Sundance Canyon Hike

Recently I visited Banff National Park and stayed there for a few days. The town of Banff is surrounded by mountains in every direction, and there’s something magical about waking up in the morning and being right next to the mountains. It’s also beautiful seeing the sun rise from behind the mountains and with the first rays of sunlight casting an orange glow over the peaks.

One does not simply stay at a national park without going hiking! While most of the trails are located throughout the park and they need to be accessed by a vehicle, there are a few trails that start right from the town. One of these trails was the Sundance Canyon hike, which starts at the Banff Cave and Basins. At the Cave and Basins you can learn about the history of Banff National Park. In fact, Banff was Canada’s first National Park, which was created when three railway workers discovered the hot springs. You can visit the cave and there is a boardwalk outside with plaques providing more information about the thermal hot springs.

The Banff Cave.

The Banff Cave.

The Sundance Canyon trail (which is about 4.3 km one way) begins right at the Cave and Basins and starts out as a paved road which weaves between the forest and along the shore of the Bow River. The views along the river are beautiful, with the peaks of different mountains visible on the north side of the river.

Bow River - Just look at how green the water is.

Bow River – Just look at how green the water is.

The paved road continues on for 2.1 km, and then splits into two trails. The paved road goes to the left, further into the forest, which is the continuation of the Sundance Canyon hike. Taking the non-paved trail to right leads to Healy Creek. The paved path continues for 1.1 km until it stops at the Sundance Canyon Picnic area. There’s an outhouse here, a place to lock bikes, and a fairly large picnic area.

This is also the start to the looped trail which goes along the canyon and comes back through the forest. This is exclusively a hiking trail, and basically what I was expecting the entire trail to look like. The loop is about 1.6 km long, and definitely worth it. While the views were nice along the paved road, they get even better on this trail!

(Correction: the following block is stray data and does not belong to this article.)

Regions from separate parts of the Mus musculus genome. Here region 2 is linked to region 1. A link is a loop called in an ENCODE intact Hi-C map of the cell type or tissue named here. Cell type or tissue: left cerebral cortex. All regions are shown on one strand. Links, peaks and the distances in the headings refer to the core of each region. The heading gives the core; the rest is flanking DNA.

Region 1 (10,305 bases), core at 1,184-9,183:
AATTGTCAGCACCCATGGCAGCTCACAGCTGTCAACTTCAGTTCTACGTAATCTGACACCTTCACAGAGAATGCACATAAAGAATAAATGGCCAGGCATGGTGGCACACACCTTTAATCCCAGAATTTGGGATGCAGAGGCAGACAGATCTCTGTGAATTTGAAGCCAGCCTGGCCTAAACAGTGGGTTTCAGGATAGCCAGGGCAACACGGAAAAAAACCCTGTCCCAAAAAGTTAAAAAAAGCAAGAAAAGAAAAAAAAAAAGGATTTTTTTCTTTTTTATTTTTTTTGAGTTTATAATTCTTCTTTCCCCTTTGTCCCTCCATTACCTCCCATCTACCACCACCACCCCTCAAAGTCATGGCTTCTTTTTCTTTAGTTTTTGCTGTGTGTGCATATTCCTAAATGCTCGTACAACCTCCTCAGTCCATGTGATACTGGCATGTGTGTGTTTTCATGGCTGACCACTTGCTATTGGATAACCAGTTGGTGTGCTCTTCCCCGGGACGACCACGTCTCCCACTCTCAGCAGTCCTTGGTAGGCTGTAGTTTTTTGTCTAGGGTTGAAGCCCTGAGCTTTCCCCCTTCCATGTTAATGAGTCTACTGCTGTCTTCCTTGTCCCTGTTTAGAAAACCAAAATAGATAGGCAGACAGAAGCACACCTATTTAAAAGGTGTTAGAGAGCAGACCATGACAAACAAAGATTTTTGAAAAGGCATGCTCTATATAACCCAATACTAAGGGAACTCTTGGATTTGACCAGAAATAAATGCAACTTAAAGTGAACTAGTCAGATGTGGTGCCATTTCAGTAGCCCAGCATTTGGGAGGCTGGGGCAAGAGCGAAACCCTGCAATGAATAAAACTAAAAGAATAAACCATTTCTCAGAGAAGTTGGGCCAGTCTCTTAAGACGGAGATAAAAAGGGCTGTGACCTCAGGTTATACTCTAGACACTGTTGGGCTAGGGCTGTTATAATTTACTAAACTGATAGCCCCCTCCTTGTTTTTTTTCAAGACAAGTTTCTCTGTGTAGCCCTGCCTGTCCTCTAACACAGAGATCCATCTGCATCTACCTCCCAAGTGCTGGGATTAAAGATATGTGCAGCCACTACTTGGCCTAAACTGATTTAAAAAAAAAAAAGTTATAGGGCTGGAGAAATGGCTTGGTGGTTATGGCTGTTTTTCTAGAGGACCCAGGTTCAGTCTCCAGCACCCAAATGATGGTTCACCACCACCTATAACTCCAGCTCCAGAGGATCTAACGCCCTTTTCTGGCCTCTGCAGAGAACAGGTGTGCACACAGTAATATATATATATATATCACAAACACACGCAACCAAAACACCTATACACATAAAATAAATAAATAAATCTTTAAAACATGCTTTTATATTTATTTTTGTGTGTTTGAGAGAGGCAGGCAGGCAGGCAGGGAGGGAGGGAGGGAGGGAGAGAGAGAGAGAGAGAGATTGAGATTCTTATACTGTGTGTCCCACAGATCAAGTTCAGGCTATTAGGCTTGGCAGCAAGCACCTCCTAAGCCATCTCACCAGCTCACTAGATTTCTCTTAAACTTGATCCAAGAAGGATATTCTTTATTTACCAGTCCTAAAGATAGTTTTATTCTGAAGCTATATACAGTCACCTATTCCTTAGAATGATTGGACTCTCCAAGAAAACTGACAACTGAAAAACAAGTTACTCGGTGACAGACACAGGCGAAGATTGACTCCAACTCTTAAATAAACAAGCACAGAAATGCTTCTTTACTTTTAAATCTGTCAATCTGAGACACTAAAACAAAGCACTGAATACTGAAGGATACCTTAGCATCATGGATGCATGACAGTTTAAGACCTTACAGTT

Sundance Canyon trail  by the river.

Sundance Canyon trail by the river.

The Sundance Canyon Loop starts by going along the river and gaining some elevation (maximum elevation gain of 145 m). So it’s definitely not like climbing a mountain, but it feels great regardless. Sundance Canyon reminded me of Johnston Canyon, but it was smaller and much less busy. Occasionally we ran into some people on the trail, but we were on our own for the majority of the time. The second half of the loop was fairly flat and all through the forest. Not as picturesque as the first half, but still nice. There was a beautiful lookout near the end of the forest portion.

A lookout from the Sundance Canyon hiking trail.

A lookout from the Sundance Canyon hiking trail.

On the way back, we decided to take a little detour and go on the Marsh Loop trail, which goes right along the edge of the river.

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View from the end of the Marsh Loop Trail, right before reaching the parking lot.

Here are some more pictures from the hike:

Sundance Canyon trail map. The entire hike is about 4.3 km long, with an option of taking a longer route back through the Marsh Loop.

Sundance Canyon trail map. The entire hike is about 4.3 km long, with an option of taking a longer route back through the Marsh Loop.

Banff Cave and Basins: there used to be a pool here in the past.

Banff Cave and Basins: there used to be a pool here in the past.

The hike starts along the shore of the Bow River.